Community Murals As Economic Development Tools

Conway Mural“Community murals as economic development tools” by CCED Director Amy Whitehead and CCED 2015 intern Katelyn Wilkins was originally published in Arkansas Municipal League’s City & Town magazine.

The arts can be a useful tool for economic development at the local level. Many municipalities in Arkansas are beginning to embrace arts-based initiatives as a development tool. “Arts programs and quality-of-place initiatives are the minimum price of admission when competing in a global marketplace for jobs and investment,” said Tim Allen, President and CEO of the Fort Smith Regional Chamber of Commerce. “On a local level, community murals and other arts initiatives encourage a sense of excitement among the citizens and promote reinvestment in downtown.”

Recently featured in state publications was a week long festival in Fort Smith called The Unexpected Project: A Festival of Murals, where artists from around the world converged on the city to paint seven murals as part of a larger arts-based festival. Other cities, such as Conway and North Little Rock, have embraced arts as a strategy for tapping into community talent and expanding the cultural offerings of the community in order to create the kind of place where residents and visitors are eager to live and visit.

Americans for the Arts, a leading nonprofit for advancing the arts, provides insight on why the arts can have a positive impact on the economy, including:

  • Arts are an export industry—$72 billion was the
    export value of the arts in 2011.
  • Arts drive tourism—the U.S. Department of Commerce reports that the percentage of international travelers visiting museums on their trips to the U.S. has steadily increased since 2003.
  • Arts strengthen the economy—the U.S. Bureau of Economic Analysis reports that the arts and culture sector represents 3.25 percent of GDP, and generates $135 billion in economic activity annually.
    Arts are good for local merchants—attendees at nonprofit arts events spend money on meals, parking, and babysitters, thus stimulating the economy.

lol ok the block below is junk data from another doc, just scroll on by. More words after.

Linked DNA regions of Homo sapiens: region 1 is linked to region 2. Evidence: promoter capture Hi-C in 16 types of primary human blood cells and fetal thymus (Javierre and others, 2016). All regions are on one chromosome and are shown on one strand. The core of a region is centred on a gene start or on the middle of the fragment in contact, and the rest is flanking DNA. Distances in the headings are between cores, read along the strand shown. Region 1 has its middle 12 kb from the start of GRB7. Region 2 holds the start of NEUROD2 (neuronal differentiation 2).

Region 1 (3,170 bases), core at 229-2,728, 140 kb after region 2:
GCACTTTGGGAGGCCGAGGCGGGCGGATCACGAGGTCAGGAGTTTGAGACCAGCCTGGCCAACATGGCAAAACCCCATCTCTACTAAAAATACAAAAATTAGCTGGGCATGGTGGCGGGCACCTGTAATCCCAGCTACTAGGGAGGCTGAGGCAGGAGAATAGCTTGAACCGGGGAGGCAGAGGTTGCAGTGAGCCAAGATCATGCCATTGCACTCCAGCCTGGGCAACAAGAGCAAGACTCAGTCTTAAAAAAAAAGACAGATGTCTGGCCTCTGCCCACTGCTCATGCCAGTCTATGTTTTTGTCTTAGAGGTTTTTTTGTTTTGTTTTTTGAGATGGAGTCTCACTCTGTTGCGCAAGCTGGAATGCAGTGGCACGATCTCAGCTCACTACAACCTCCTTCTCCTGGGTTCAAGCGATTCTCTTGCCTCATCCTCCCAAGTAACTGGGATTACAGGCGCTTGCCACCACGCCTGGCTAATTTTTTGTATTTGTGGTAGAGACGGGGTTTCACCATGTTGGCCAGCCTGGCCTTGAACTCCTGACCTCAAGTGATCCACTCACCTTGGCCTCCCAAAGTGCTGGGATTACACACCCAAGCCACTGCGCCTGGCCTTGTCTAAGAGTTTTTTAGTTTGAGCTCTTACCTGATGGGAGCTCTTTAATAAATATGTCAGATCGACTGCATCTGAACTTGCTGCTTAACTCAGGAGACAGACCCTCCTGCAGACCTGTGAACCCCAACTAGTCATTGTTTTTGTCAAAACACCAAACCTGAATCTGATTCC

Many cities that want to begin working on a community-based arts initiative begin with a mural in their downtown area. According to Dr. Gayle Seymour, Associate Dean of UCA’s College of Fine Arts and Communication, there are reasons this may be a good place to start. They can be fast and cheap. Though the process for creating a mural can take close to a year, the actual time needed to paint the mural is only one to two months. Considering the high cost of other development projects, murals only cost between $25,000 and $35,000 for the artist, scaffolding, paints, signage, and other supplies. This makes them financially accessible to many communities, though pooling of local resources is usually necessary.

“Most grants in the arts are made to nonprofit organizations (schools, arts agencies, etc.) and require matching funds, usually a 1:1 match,” Seymour said. “This requires many partners who can contribute cash, personnel, supplies, in-kind services, etc. Easy options are Arkansas Arts Council and Mid-America Arts Alliance.” Once murals are complete, they are safe and easy. Murals also require limited maintenance. According to her experience, Seymour advised that murals can last up to 25 years if an appropriate site is selected and properly prepared.

Finally, one of the most important aspects of a mural is its connection to community history and values. This provides community attachment to the mural, making people more likely to want to preserve the mural while also attracting tourists looking for art that reflects local culture. If a city is interested in creating a mural, the local team should seeks ways to involve the community either through design or artist selection, site selection, and/or assisting with painting the mural with oversight from the artist. For a truly community-based mural, selection of the right artist will mean that person will listen to and involve the public, as well as champion the process.

Murals have the opportunity to tell the community’s story, create a unique experience, engage citizens, increase foot traffic and tourism, increase appreciation for the arts and artists, and increase overall attractiveness of the space. Allen sees this as the case for Fort Smith. “When a company or consultant visits Fort Smith, the economic development benefit of the arts is evident; they see we are growing our community, supporting the arts, and creating a vibrant quality of place for their employees and families,” Allen said. “This makes Fort Smith more competitive when compared to larger cities with a robust arts program.”